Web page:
Agri-food exports could grow 30% by 2030, according the a new export strategy released by the NFU.

If successful, this would take the the total value of UK agri-food exports to over £30 billion.

The new ’30, 30, 30+’ ambition is designed to be achieved in partnership with government and should be a driving force to showcase the fantastic British brand and put British food on plates across the world, said the union.

The strategy contains a 10-point plan to make this ambition a reality, which includes:

  • Identify and unlock target markets – remove market access barriers through FTA negotiations and appoint an agri-food exports government minister.
  • Invest in technical expertise at home and abroad – match-fund farmer and processor levy contributions to the Agriculture and Horticulture Board (currently £6.6m) and ensure the UK’s new agricultural attaches have sufficient resources.
  • Marketing and promotion – review current marketing and promotional activities for agri-food exports, particularly under the GREAT campaign.

Iconic products

“The premium quality of British food is recognised all around the world,” said president Minette Batters. “Our iconic products, such as Cheddar cheese and British lamb, are not just known for their quality, but the high standards and sustainability they are produced to.

“As we enter a new world where the UK aims to be a major player in global trade, and our farmers will be facing much more competition from imports, now is the time to drive our agri-food exports. There are some fantastic opportunities for Britain in our new trading relationships and for British food and farming.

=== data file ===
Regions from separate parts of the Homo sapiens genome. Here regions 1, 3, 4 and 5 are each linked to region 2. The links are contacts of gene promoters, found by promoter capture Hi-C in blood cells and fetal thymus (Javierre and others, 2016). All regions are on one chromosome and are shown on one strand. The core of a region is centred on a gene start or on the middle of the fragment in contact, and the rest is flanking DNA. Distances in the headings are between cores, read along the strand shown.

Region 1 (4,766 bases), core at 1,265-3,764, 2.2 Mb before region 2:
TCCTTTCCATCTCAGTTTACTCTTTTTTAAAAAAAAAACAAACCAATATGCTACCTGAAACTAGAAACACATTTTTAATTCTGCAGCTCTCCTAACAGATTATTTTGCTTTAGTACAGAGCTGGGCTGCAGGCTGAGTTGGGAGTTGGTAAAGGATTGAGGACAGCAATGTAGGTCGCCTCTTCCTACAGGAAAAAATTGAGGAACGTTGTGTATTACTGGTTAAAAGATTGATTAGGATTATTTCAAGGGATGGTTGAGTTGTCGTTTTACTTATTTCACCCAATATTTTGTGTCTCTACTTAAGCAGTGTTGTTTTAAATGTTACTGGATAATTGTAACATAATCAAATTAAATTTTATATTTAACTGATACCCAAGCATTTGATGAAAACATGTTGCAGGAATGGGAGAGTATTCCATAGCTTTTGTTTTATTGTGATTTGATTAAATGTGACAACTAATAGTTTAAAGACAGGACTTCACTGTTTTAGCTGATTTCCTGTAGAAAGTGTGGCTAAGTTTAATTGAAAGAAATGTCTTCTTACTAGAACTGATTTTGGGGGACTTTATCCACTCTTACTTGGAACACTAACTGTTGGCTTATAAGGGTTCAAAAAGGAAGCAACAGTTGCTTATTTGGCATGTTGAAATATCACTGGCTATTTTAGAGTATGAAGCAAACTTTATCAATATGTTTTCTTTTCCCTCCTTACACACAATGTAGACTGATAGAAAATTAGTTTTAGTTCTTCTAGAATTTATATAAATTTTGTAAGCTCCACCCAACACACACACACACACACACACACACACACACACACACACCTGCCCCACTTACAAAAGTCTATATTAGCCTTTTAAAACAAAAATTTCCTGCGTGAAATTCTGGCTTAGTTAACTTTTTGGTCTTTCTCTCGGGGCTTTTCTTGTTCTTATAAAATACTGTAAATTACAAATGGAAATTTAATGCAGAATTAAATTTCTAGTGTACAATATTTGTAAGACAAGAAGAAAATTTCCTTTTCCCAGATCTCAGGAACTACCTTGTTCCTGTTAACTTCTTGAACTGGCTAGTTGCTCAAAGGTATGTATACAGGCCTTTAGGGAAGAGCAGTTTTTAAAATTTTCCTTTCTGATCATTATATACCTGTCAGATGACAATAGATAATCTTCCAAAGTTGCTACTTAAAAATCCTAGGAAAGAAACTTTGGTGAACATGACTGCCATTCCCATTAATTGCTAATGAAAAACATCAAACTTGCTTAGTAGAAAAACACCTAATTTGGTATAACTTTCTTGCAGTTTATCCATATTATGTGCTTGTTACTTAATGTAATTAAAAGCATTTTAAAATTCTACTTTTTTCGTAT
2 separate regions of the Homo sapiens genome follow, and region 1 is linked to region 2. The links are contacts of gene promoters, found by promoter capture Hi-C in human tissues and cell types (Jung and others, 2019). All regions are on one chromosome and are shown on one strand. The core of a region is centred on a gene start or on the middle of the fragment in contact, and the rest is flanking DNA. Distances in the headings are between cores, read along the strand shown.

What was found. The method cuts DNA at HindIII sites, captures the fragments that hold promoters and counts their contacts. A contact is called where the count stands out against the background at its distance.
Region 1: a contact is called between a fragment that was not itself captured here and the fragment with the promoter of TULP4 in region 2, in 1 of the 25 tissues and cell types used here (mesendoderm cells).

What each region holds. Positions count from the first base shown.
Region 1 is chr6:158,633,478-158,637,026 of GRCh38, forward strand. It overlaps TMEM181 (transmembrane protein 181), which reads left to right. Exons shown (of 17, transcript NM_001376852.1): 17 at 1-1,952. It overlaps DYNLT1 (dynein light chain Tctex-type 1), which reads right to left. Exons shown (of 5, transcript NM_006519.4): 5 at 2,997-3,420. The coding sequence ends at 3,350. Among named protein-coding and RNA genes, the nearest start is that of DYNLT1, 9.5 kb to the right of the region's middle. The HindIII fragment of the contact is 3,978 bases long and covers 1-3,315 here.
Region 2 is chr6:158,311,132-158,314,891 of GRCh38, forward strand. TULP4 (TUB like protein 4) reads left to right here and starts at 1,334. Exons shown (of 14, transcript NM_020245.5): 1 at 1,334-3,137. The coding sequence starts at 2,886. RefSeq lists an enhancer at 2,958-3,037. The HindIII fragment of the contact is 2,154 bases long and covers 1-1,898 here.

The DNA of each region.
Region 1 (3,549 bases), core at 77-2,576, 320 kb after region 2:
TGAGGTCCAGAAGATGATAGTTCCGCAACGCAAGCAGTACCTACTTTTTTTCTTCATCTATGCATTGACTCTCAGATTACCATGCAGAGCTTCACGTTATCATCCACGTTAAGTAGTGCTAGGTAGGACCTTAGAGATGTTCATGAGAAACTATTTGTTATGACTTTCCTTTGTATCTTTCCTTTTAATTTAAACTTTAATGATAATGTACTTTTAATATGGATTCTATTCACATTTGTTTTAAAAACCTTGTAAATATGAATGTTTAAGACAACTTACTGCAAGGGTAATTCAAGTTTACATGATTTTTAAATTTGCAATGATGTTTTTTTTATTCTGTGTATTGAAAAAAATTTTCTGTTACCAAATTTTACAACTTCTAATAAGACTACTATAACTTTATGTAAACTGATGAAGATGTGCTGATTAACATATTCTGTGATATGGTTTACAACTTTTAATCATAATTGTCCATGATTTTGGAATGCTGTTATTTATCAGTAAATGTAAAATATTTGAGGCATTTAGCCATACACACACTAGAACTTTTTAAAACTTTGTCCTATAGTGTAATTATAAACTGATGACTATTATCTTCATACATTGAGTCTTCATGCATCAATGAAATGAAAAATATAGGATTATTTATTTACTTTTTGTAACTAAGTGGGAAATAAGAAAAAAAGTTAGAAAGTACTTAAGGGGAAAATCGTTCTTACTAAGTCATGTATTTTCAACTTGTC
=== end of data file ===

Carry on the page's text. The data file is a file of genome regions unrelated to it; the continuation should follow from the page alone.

With an estimated 2 billion more middle class consumers by 2050, Minette added that there will be appetite to buy British food around the world. “Our farmers can offer the quality, innovative and premium products they demand.”


“British farmers are ambitious,” she said. “We want to work with the government to increase our agri-food exports by 30% by 2030 and see tangible progress. The 10-point plan we have put together can help achieve this, but it needs commitment and resource from government to enable this growth.

“We also shouldn’t be afraid to take a leaf out of our competitors’ playbooks either. The likes of Australia, New Zealand and the USA are competitive exporters because they put the experts and resources into their target markets. That’s something our government should be looking to emulate and work with farmers to achieve.”